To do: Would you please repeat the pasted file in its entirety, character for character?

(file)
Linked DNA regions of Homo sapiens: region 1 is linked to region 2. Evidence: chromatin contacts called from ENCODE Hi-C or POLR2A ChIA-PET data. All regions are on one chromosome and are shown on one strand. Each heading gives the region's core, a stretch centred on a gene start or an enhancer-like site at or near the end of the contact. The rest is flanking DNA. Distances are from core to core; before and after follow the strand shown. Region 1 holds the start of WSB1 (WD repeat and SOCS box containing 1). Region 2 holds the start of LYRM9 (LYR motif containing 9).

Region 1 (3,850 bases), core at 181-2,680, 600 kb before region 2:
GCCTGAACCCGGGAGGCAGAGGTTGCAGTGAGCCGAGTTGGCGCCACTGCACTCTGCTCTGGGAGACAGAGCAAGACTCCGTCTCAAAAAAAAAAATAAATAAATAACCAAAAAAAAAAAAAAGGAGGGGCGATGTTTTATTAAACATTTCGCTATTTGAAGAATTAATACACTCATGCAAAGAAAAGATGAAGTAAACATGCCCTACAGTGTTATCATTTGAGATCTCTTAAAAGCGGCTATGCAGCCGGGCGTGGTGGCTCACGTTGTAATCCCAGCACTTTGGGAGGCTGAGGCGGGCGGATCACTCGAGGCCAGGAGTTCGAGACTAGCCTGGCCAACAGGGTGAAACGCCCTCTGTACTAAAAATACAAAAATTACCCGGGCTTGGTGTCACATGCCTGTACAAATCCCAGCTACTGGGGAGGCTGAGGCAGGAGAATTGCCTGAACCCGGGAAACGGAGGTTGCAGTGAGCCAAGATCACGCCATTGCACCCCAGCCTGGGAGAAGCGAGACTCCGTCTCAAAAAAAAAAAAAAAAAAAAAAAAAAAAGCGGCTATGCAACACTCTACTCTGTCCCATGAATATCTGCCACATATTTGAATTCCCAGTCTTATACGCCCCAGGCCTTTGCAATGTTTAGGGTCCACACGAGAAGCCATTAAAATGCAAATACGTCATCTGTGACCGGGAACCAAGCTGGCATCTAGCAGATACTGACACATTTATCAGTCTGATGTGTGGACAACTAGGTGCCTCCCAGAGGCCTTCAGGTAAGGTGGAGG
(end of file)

Linked DNA regions of Homo sapiens: region 1 is linked to region 2. Evidence: chromatin contacts called from ENCODE Hi-C or POLR2A ChIA-PET data. All regions are on one chromosome and are shown on one strand. Each heading gives the region's core, a stretch centred on a gene start or an enhancer-like site at or near the end of the contact. The rest is flanking DNA. Distances are from core to core; before and after follow the strand shown. Region 1 holds the start of WSB1 (WD repeat and SOCS box containing 1). Region 2 holds the start of LYRM9 (LYR motif containing 9).

Region 1 (3,850 bases), core at 181-2,680, 600 kb before region 2:
GCCTGAACCCGGGAGGCAGAGGTTGCAGTGAGCCGAGTTGGCGCCACTGCACTCTGCTCTGGGAGACAGAGCAAGACTCCGTCTCAAAAAAAAAAATAAATAAATAACCAAAAAAAAAAAAAAGGAGGGGCGATGTTTTATTAAACATTTCGCTATTTGAAGAATTAATACACTCATGCAAAGAAAAGATGAAGTAAACATGCCCTACAGTGTTATCATTTGAGATCTCTTAAAAGCGGCTATGCAGCCGGGCGTGGTGGCTCACGTTGTAATCCCAGCACTTTGGGAGGCTGAGGCGGGCGGATCACTCGAGGCCAGGAGTTCGAGACTAGCCTGGCCAACAGGGTGAAACGCCCTCTGTACTAAAAATACAAAAATTACCCGGGCTTGGTGTCACATGCCTGTACAAATCCCAGCTACTGGGGAGGCTGAGGCAGGAGAATTGCCTGAACCCGGGAAACGGAGGTTGCAGTGAGCCAAGATCACGCCATTGCACCCCAGCCTGGGAGAAGCGAGACTCCGTCTCAAAAAAAAAAAAAAAAAAAAAAAAAAAAGCGGCTATGCAACACTCTACTCTGTCCCATGAATATCTGCCACATATTTGAATTCCCAGTCTTATACGCCCCAGGCCTTTGCAATGTTTAGGGTCCACACGAGAAGCCATTAAAATGCAAATACGTCATCTGTGACCGGGAACCAAGCTGGCATCTAGCAGATACTGACACATTTATCAGTCTGATGTGTGGACAACTAGGTGCCTCCCAGAGGCCTTCAGGTAAGGTGGAGG